School holidays were mostly spent perched atop the remains of the fenced hedge at the Chesham Road end of the runway. My pal David was usually with me - his dad had been a skipper at Bovingdon on Halifaxes and Yorks with LAC. We were always full of anticipation when the traffic lights turned red, we munched on our baked bean sandwiches and wondered what would turn up next. It could be very busy. I recall Globemasters (always a thrill), C54s ,C130s, once a B50, Packets, Providers ,Noratlas, Samaritans, Hastings, Shacks, Neptunes, Devons, Herons, Pembrokes, Varsitys, Valettas, Meteors, Vampires including one that overshot and ended up astride the Chesham Road, T33 and the Fouga Magister.
One foggy morning, much to our glee, a Shackleton landed short in the field before the runway. It roared snorting like an enraged bull over the Chesham Road and swept the fence away with its tailwheel up the runway.
What else do I remember? The squeaks of taxying C47s, the Pilots waving to us, the squeals of tyres on landing and the smell of newly mown grass blown on warm slipstreams. The song of Skylarks and the gargle of an Anson climbing up into the clear blue sky.

Last edited by OUAQUKGF Ops; 31st Mar 2011 at 09:25.
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Old 21st Feb 2010, 18:22
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Goodness me, you made it sound like yesterday, all those lovely memories. Did the same thing as you, cycling from near Aylesbury to stay on the same bit of road. Meteor T.7 landed long, swerved off the runway, slid across the skyline in a big cloud of dust, and a collapsed port main u'c. C.47s by the ton, and yes, I even remember a B45.Tornado. I saw it shortly after it had taken off, and was heading west as I was between Wendover and Great Missenden on my push bike.!! Only time I ever saw one flying. No point in me posting same types as you. The sun always seemed to be shining on silver aeroplanes in those days. Happy times, started my lifelong interest. Cheers, John.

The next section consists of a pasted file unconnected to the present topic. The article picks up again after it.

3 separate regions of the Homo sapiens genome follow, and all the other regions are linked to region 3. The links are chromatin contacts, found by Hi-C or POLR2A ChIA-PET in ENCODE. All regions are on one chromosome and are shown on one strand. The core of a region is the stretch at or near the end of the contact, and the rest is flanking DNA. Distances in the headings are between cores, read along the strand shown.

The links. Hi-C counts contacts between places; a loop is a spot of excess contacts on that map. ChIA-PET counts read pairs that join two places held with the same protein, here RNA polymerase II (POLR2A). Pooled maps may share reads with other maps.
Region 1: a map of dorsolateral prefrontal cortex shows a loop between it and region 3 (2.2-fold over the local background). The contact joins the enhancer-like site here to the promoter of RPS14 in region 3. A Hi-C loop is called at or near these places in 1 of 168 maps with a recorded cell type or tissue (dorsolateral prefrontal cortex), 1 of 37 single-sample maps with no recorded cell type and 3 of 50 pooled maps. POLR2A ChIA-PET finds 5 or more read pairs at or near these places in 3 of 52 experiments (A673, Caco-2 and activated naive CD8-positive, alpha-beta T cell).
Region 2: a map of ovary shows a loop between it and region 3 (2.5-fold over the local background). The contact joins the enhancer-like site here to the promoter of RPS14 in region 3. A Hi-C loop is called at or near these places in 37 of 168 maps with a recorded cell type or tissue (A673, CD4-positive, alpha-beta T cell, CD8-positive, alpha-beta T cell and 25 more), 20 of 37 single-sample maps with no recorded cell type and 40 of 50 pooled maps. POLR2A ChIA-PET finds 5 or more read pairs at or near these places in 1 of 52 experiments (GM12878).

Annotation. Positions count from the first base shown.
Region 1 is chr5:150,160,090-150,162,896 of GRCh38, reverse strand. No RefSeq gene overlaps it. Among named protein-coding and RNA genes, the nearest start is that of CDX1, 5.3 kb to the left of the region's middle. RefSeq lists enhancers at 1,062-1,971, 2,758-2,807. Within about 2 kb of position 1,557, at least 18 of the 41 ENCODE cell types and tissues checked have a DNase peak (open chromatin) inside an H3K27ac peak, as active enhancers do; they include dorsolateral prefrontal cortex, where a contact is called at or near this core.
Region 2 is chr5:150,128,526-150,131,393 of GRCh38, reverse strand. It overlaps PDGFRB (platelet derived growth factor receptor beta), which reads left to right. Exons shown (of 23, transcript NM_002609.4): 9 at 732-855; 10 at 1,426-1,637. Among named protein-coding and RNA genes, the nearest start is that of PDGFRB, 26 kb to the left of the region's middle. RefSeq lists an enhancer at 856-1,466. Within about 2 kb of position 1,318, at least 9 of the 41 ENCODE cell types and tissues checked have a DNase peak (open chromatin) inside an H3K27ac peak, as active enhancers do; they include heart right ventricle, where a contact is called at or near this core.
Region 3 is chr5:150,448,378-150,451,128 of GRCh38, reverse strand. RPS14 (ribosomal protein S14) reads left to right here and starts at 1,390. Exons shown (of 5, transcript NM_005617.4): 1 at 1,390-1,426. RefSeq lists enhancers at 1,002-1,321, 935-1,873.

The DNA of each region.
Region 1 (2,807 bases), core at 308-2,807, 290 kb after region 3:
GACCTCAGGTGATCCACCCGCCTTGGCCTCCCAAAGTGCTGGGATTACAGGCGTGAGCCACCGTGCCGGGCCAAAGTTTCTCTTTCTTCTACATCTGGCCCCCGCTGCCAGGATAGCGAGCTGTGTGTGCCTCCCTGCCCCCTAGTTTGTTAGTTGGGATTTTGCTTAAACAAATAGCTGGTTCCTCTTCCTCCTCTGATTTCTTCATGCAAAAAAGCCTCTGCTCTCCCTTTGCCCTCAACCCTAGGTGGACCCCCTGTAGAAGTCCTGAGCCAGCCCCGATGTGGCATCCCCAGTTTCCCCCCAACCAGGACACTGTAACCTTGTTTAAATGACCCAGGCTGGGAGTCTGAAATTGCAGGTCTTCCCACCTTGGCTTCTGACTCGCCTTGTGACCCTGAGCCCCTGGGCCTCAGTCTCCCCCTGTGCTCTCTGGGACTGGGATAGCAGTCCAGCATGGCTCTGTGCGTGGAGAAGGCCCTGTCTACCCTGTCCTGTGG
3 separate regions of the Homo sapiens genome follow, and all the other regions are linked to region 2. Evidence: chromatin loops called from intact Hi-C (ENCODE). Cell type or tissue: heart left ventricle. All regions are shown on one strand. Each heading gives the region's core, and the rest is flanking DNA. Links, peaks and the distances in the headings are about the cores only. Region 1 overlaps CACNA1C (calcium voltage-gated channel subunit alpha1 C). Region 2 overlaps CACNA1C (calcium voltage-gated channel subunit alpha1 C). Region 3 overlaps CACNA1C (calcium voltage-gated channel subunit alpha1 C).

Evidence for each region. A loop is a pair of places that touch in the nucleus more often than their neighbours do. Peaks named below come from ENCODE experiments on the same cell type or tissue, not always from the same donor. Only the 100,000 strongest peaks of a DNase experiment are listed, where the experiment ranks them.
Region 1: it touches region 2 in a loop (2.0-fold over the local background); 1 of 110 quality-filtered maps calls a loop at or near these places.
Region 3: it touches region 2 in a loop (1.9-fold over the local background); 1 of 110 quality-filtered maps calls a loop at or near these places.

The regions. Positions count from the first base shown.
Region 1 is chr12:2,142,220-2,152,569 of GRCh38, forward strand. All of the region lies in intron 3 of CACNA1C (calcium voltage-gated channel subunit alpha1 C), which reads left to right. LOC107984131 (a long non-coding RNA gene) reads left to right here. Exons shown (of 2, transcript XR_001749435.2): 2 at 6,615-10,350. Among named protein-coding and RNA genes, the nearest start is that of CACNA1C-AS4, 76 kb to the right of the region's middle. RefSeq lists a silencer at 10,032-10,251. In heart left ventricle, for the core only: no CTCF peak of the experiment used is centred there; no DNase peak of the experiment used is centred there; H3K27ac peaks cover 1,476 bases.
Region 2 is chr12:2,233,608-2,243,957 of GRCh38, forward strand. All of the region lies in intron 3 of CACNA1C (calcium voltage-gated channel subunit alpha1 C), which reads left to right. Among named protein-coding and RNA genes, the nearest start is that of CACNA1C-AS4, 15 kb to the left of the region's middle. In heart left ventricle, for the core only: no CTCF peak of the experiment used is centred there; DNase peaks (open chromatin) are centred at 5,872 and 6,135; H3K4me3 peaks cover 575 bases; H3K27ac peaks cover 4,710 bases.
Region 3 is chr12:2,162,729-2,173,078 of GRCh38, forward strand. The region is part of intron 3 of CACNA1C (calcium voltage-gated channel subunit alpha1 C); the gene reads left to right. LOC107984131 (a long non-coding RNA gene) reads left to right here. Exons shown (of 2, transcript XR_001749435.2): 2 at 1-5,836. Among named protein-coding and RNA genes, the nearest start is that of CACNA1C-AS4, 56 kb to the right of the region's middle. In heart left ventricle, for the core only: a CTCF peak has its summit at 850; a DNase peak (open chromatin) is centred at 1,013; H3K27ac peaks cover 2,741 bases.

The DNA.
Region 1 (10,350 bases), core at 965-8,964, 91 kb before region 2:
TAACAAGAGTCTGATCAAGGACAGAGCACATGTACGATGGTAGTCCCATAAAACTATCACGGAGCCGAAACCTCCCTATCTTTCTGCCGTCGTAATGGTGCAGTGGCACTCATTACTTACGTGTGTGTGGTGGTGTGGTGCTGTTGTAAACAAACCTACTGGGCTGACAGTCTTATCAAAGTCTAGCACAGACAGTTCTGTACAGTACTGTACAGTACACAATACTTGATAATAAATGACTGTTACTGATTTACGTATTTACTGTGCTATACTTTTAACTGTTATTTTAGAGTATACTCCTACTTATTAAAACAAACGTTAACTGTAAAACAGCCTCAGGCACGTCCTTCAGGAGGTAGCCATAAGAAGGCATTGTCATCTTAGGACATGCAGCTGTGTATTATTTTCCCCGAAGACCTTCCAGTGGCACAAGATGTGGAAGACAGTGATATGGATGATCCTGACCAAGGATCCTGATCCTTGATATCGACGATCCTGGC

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Old 22nd Feb 2010, 08:12
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How much more exciting the 1950s were to those of us in short pants at the time. So many different aeroplanes to be seen, both civil and military, dozens of RAF bases scattered around the UK - and steam trains belting along the main lines in defiant mechanical fury. There were still the quiet little branch line services as well....the sun always shone in summer and it always snowed in winter.

There was no health and safety nonsense, you accepted risk and acted sensibly.

And your father would still be able to find a long enough empty road where he could try to max the family Zephyr up to 100 mph.

I despair at the ruination nuLabor has brought to the UK....
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Old 22nd Feb 2010, 08:35
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... and as an air cadet in 1968, travelling alone from Watford to Bovingdon for a day's gliding.